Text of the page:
Protecting the viability of seeds during storage can be a difficult task in the tropics, which often have high temperatures and high relative humidity. In May of 2017, ECHO hosted a seed saving workshop at our Global Farm in North Fort Myers, Florida. Both in preparation for and during this workshop, we encountered many helpful ideas related to appropriate seed storage. Dr. Tim Motis, Agriculture Technical and Research Director, will share them through upcoming Research Blog posts and EDN articles. One simple idea is the use of salt and jars to estimate seed moisture content.
Why seeds should be dry before storing them
Orthodox seeds (seeds that can enter a resting state prior to germination) must be dry prior to storage. Drying reduces seed moisture content, so that seeds will not rot or prematurely germinate in storage. Orthodox seeds should ideally be dried to between 3% and 7% moisture content for long-term storage; however, during rainy season(s), you may not be able to dry seeds below 10% moisture content, owing to high relative humidity levels. Several technologies are regularly used for detecting seed moisture content.
Ways to determine seed moisture
Seed moisture meters can be helpful for organizations or groups that need frequent and/or precise seed moisture readings. The one shown in Figure 11 displays seed moisture content after heating a small sample of seeds. Other meters make use of the fact that electrical conductance varies with seed moisture. Moisture meters may be inappropriate and/or unaffordable for most farmers.
Seed moisture content can also be determined with an oven. Take a random sample of your seeds and obtain the fresh weight. Then, place the fresh seeds in the oven, wait for the temperature to reach 130°C, and maintain that temperature. Remove the sample from the oven after 4 hours (maize), 2 hours (other cereal crops), or 1 hour (other species). Allow seeds to cool, and then weigh them to obtain the dry weight. Use the following formula to calculate seed moisture content (as a %) (ISTA 2005).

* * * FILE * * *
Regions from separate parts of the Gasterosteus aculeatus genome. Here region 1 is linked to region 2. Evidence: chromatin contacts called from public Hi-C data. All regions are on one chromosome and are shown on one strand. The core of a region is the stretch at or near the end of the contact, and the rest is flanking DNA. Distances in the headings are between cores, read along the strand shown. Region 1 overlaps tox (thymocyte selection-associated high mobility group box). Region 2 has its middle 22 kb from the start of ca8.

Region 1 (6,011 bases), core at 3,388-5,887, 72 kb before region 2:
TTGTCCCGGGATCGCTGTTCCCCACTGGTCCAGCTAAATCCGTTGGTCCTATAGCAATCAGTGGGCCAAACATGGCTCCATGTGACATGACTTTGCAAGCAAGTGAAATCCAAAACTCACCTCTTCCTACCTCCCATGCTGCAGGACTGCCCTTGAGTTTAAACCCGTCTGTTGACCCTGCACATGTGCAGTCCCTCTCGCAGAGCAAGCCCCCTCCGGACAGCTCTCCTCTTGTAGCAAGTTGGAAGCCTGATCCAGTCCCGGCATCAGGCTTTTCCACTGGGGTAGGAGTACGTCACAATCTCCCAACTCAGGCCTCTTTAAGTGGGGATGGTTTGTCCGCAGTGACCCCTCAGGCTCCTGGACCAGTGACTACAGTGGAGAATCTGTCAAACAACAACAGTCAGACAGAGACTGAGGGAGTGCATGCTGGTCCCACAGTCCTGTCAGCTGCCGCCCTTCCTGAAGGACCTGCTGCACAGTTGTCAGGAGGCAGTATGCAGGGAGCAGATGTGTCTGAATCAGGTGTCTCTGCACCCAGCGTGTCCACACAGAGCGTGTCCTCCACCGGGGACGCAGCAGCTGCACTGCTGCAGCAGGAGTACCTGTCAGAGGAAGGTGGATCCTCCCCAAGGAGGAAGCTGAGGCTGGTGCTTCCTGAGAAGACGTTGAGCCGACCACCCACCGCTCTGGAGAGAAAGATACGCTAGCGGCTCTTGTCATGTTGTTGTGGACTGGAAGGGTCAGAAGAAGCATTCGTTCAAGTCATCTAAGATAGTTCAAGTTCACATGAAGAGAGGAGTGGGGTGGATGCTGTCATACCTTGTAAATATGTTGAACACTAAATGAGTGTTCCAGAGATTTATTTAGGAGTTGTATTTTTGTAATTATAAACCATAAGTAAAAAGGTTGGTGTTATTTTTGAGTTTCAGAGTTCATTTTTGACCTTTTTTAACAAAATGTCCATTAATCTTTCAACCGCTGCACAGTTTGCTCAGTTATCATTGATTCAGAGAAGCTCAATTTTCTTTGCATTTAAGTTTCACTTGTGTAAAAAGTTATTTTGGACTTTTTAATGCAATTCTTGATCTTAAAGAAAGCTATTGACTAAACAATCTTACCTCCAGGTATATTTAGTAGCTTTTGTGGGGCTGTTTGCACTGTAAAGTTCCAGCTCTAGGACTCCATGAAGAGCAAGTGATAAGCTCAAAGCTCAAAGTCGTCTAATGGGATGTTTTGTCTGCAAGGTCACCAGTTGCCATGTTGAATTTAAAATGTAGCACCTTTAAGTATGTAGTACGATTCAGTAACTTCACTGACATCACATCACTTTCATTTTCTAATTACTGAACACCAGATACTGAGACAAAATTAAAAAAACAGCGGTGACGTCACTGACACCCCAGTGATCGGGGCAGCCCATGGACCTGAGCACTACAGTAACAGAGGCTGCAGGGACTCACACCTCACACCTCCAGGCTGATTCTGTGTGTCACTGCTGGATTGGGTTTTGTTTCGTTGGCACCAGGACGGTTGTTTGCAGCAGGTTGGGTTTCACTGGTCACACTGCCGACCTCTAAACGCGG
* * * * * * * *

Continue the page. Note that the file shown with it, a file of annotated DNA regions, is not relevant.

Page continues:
Drawbacks of this method are that the seed sample is destroyed, and that many small-scale farmers may not have access to an oven.
Bite and bend tests
Some simpler tests do not require expensive equipment. One common technique for determining if bean seeds are dry enough to store is to bite or press a fingernail into a seed. If no mark is left on the seed coat, the seed is most likely dry enough for storage. Seeds of cucurbit species can be tested by bending them; sufficiently dry seeds should not bend easily.
The salt-jar test is another simple option. This test is based on the fact that salt clumps at relative humidity levels of 70-75% (Sutcliffe and Adams 2014). Seed moisture content is affected by relative humidity. At 70-75% relative humidity, the moisture content of maize seed stabilizes close to 15% (Mrema 2011). See Table 1 for detailed steps.
Table 1. Steps described by FAO and Kew Royal Botanical Gardens for using the salt-jar test to determine if seeds are dry enough for storage.
FAO (Mrema, 2011)
Kew (Sutcliffe and Adams, 2014)
Dr. Motis decided to test the salt jar method using maize seed, before sharing the technique at the seed saving workshop. We took maize seeds out of storage at ECHO’s Global Seed Bank. Half of the seeds were soaked in water for one hour, then patted dry with a paper towel to remove all excess water on the seed coat. We left the other half of the seeds, which had been stored in an air-conditioned room, unaltered. We placed the subsamples of seeds (one that had soaked in water and one that had not) in identical jars and added one teaspoon of salt to each jar. We put the lids on, let the jars sit, then shook them to mix the seeds and salt. Figure 12 shows the two jars at the end of the trial.
Using a moisture meter, we checked the moisture content of the seeds in each jar. The maize seeds that caused the salt to stick to the sides of the jar had a moisture content of 16%, above the 15% threshold at which salt grains would be expected to begin clumping. Seeds that did not cause salt to stick to the jar had a moisture content of 11%, a level that would be acceptable for storing maize seed for over 6 months (see Table 1 in Part V of a Virginia Cooperative Extension document by Chappell et al. 2000).
The salt jar test seems to be an extremely useful and simple technique for estimating appropriate seed moisture content before storage. It has even been adapted for use with an empty soda bottle (The Organic Farmer 2015).
ISTA. 2005. International Rules for Seed Testing. Edition 2005. International Seed Testing Association, Bassersdorf, Switzerland.
Mrema, G.C. 2011. Rural structures in the tropics: design and development. Rome: Food and Agriculture Organization of the United Nations, pp. 363-364.
Chappell, G.F., D.A. Herbert, and S. McNeill. 2000. Part V: Seeds and Stored Grains. In: Agronomy Handbook. Virginia Cooperative Extension. Publication 59-67.
Sutcliffe, V. and J. Adams. 2014. Low-cost monitors of seed moisture status. Royal Botanic Gardens, Kew.
The Organic Farmer 2015. A simple way to test for moisture in maize. The magazine for sustainable agriculture in Kenya (an adaptation of the salt-jar test using an empty soda bottle).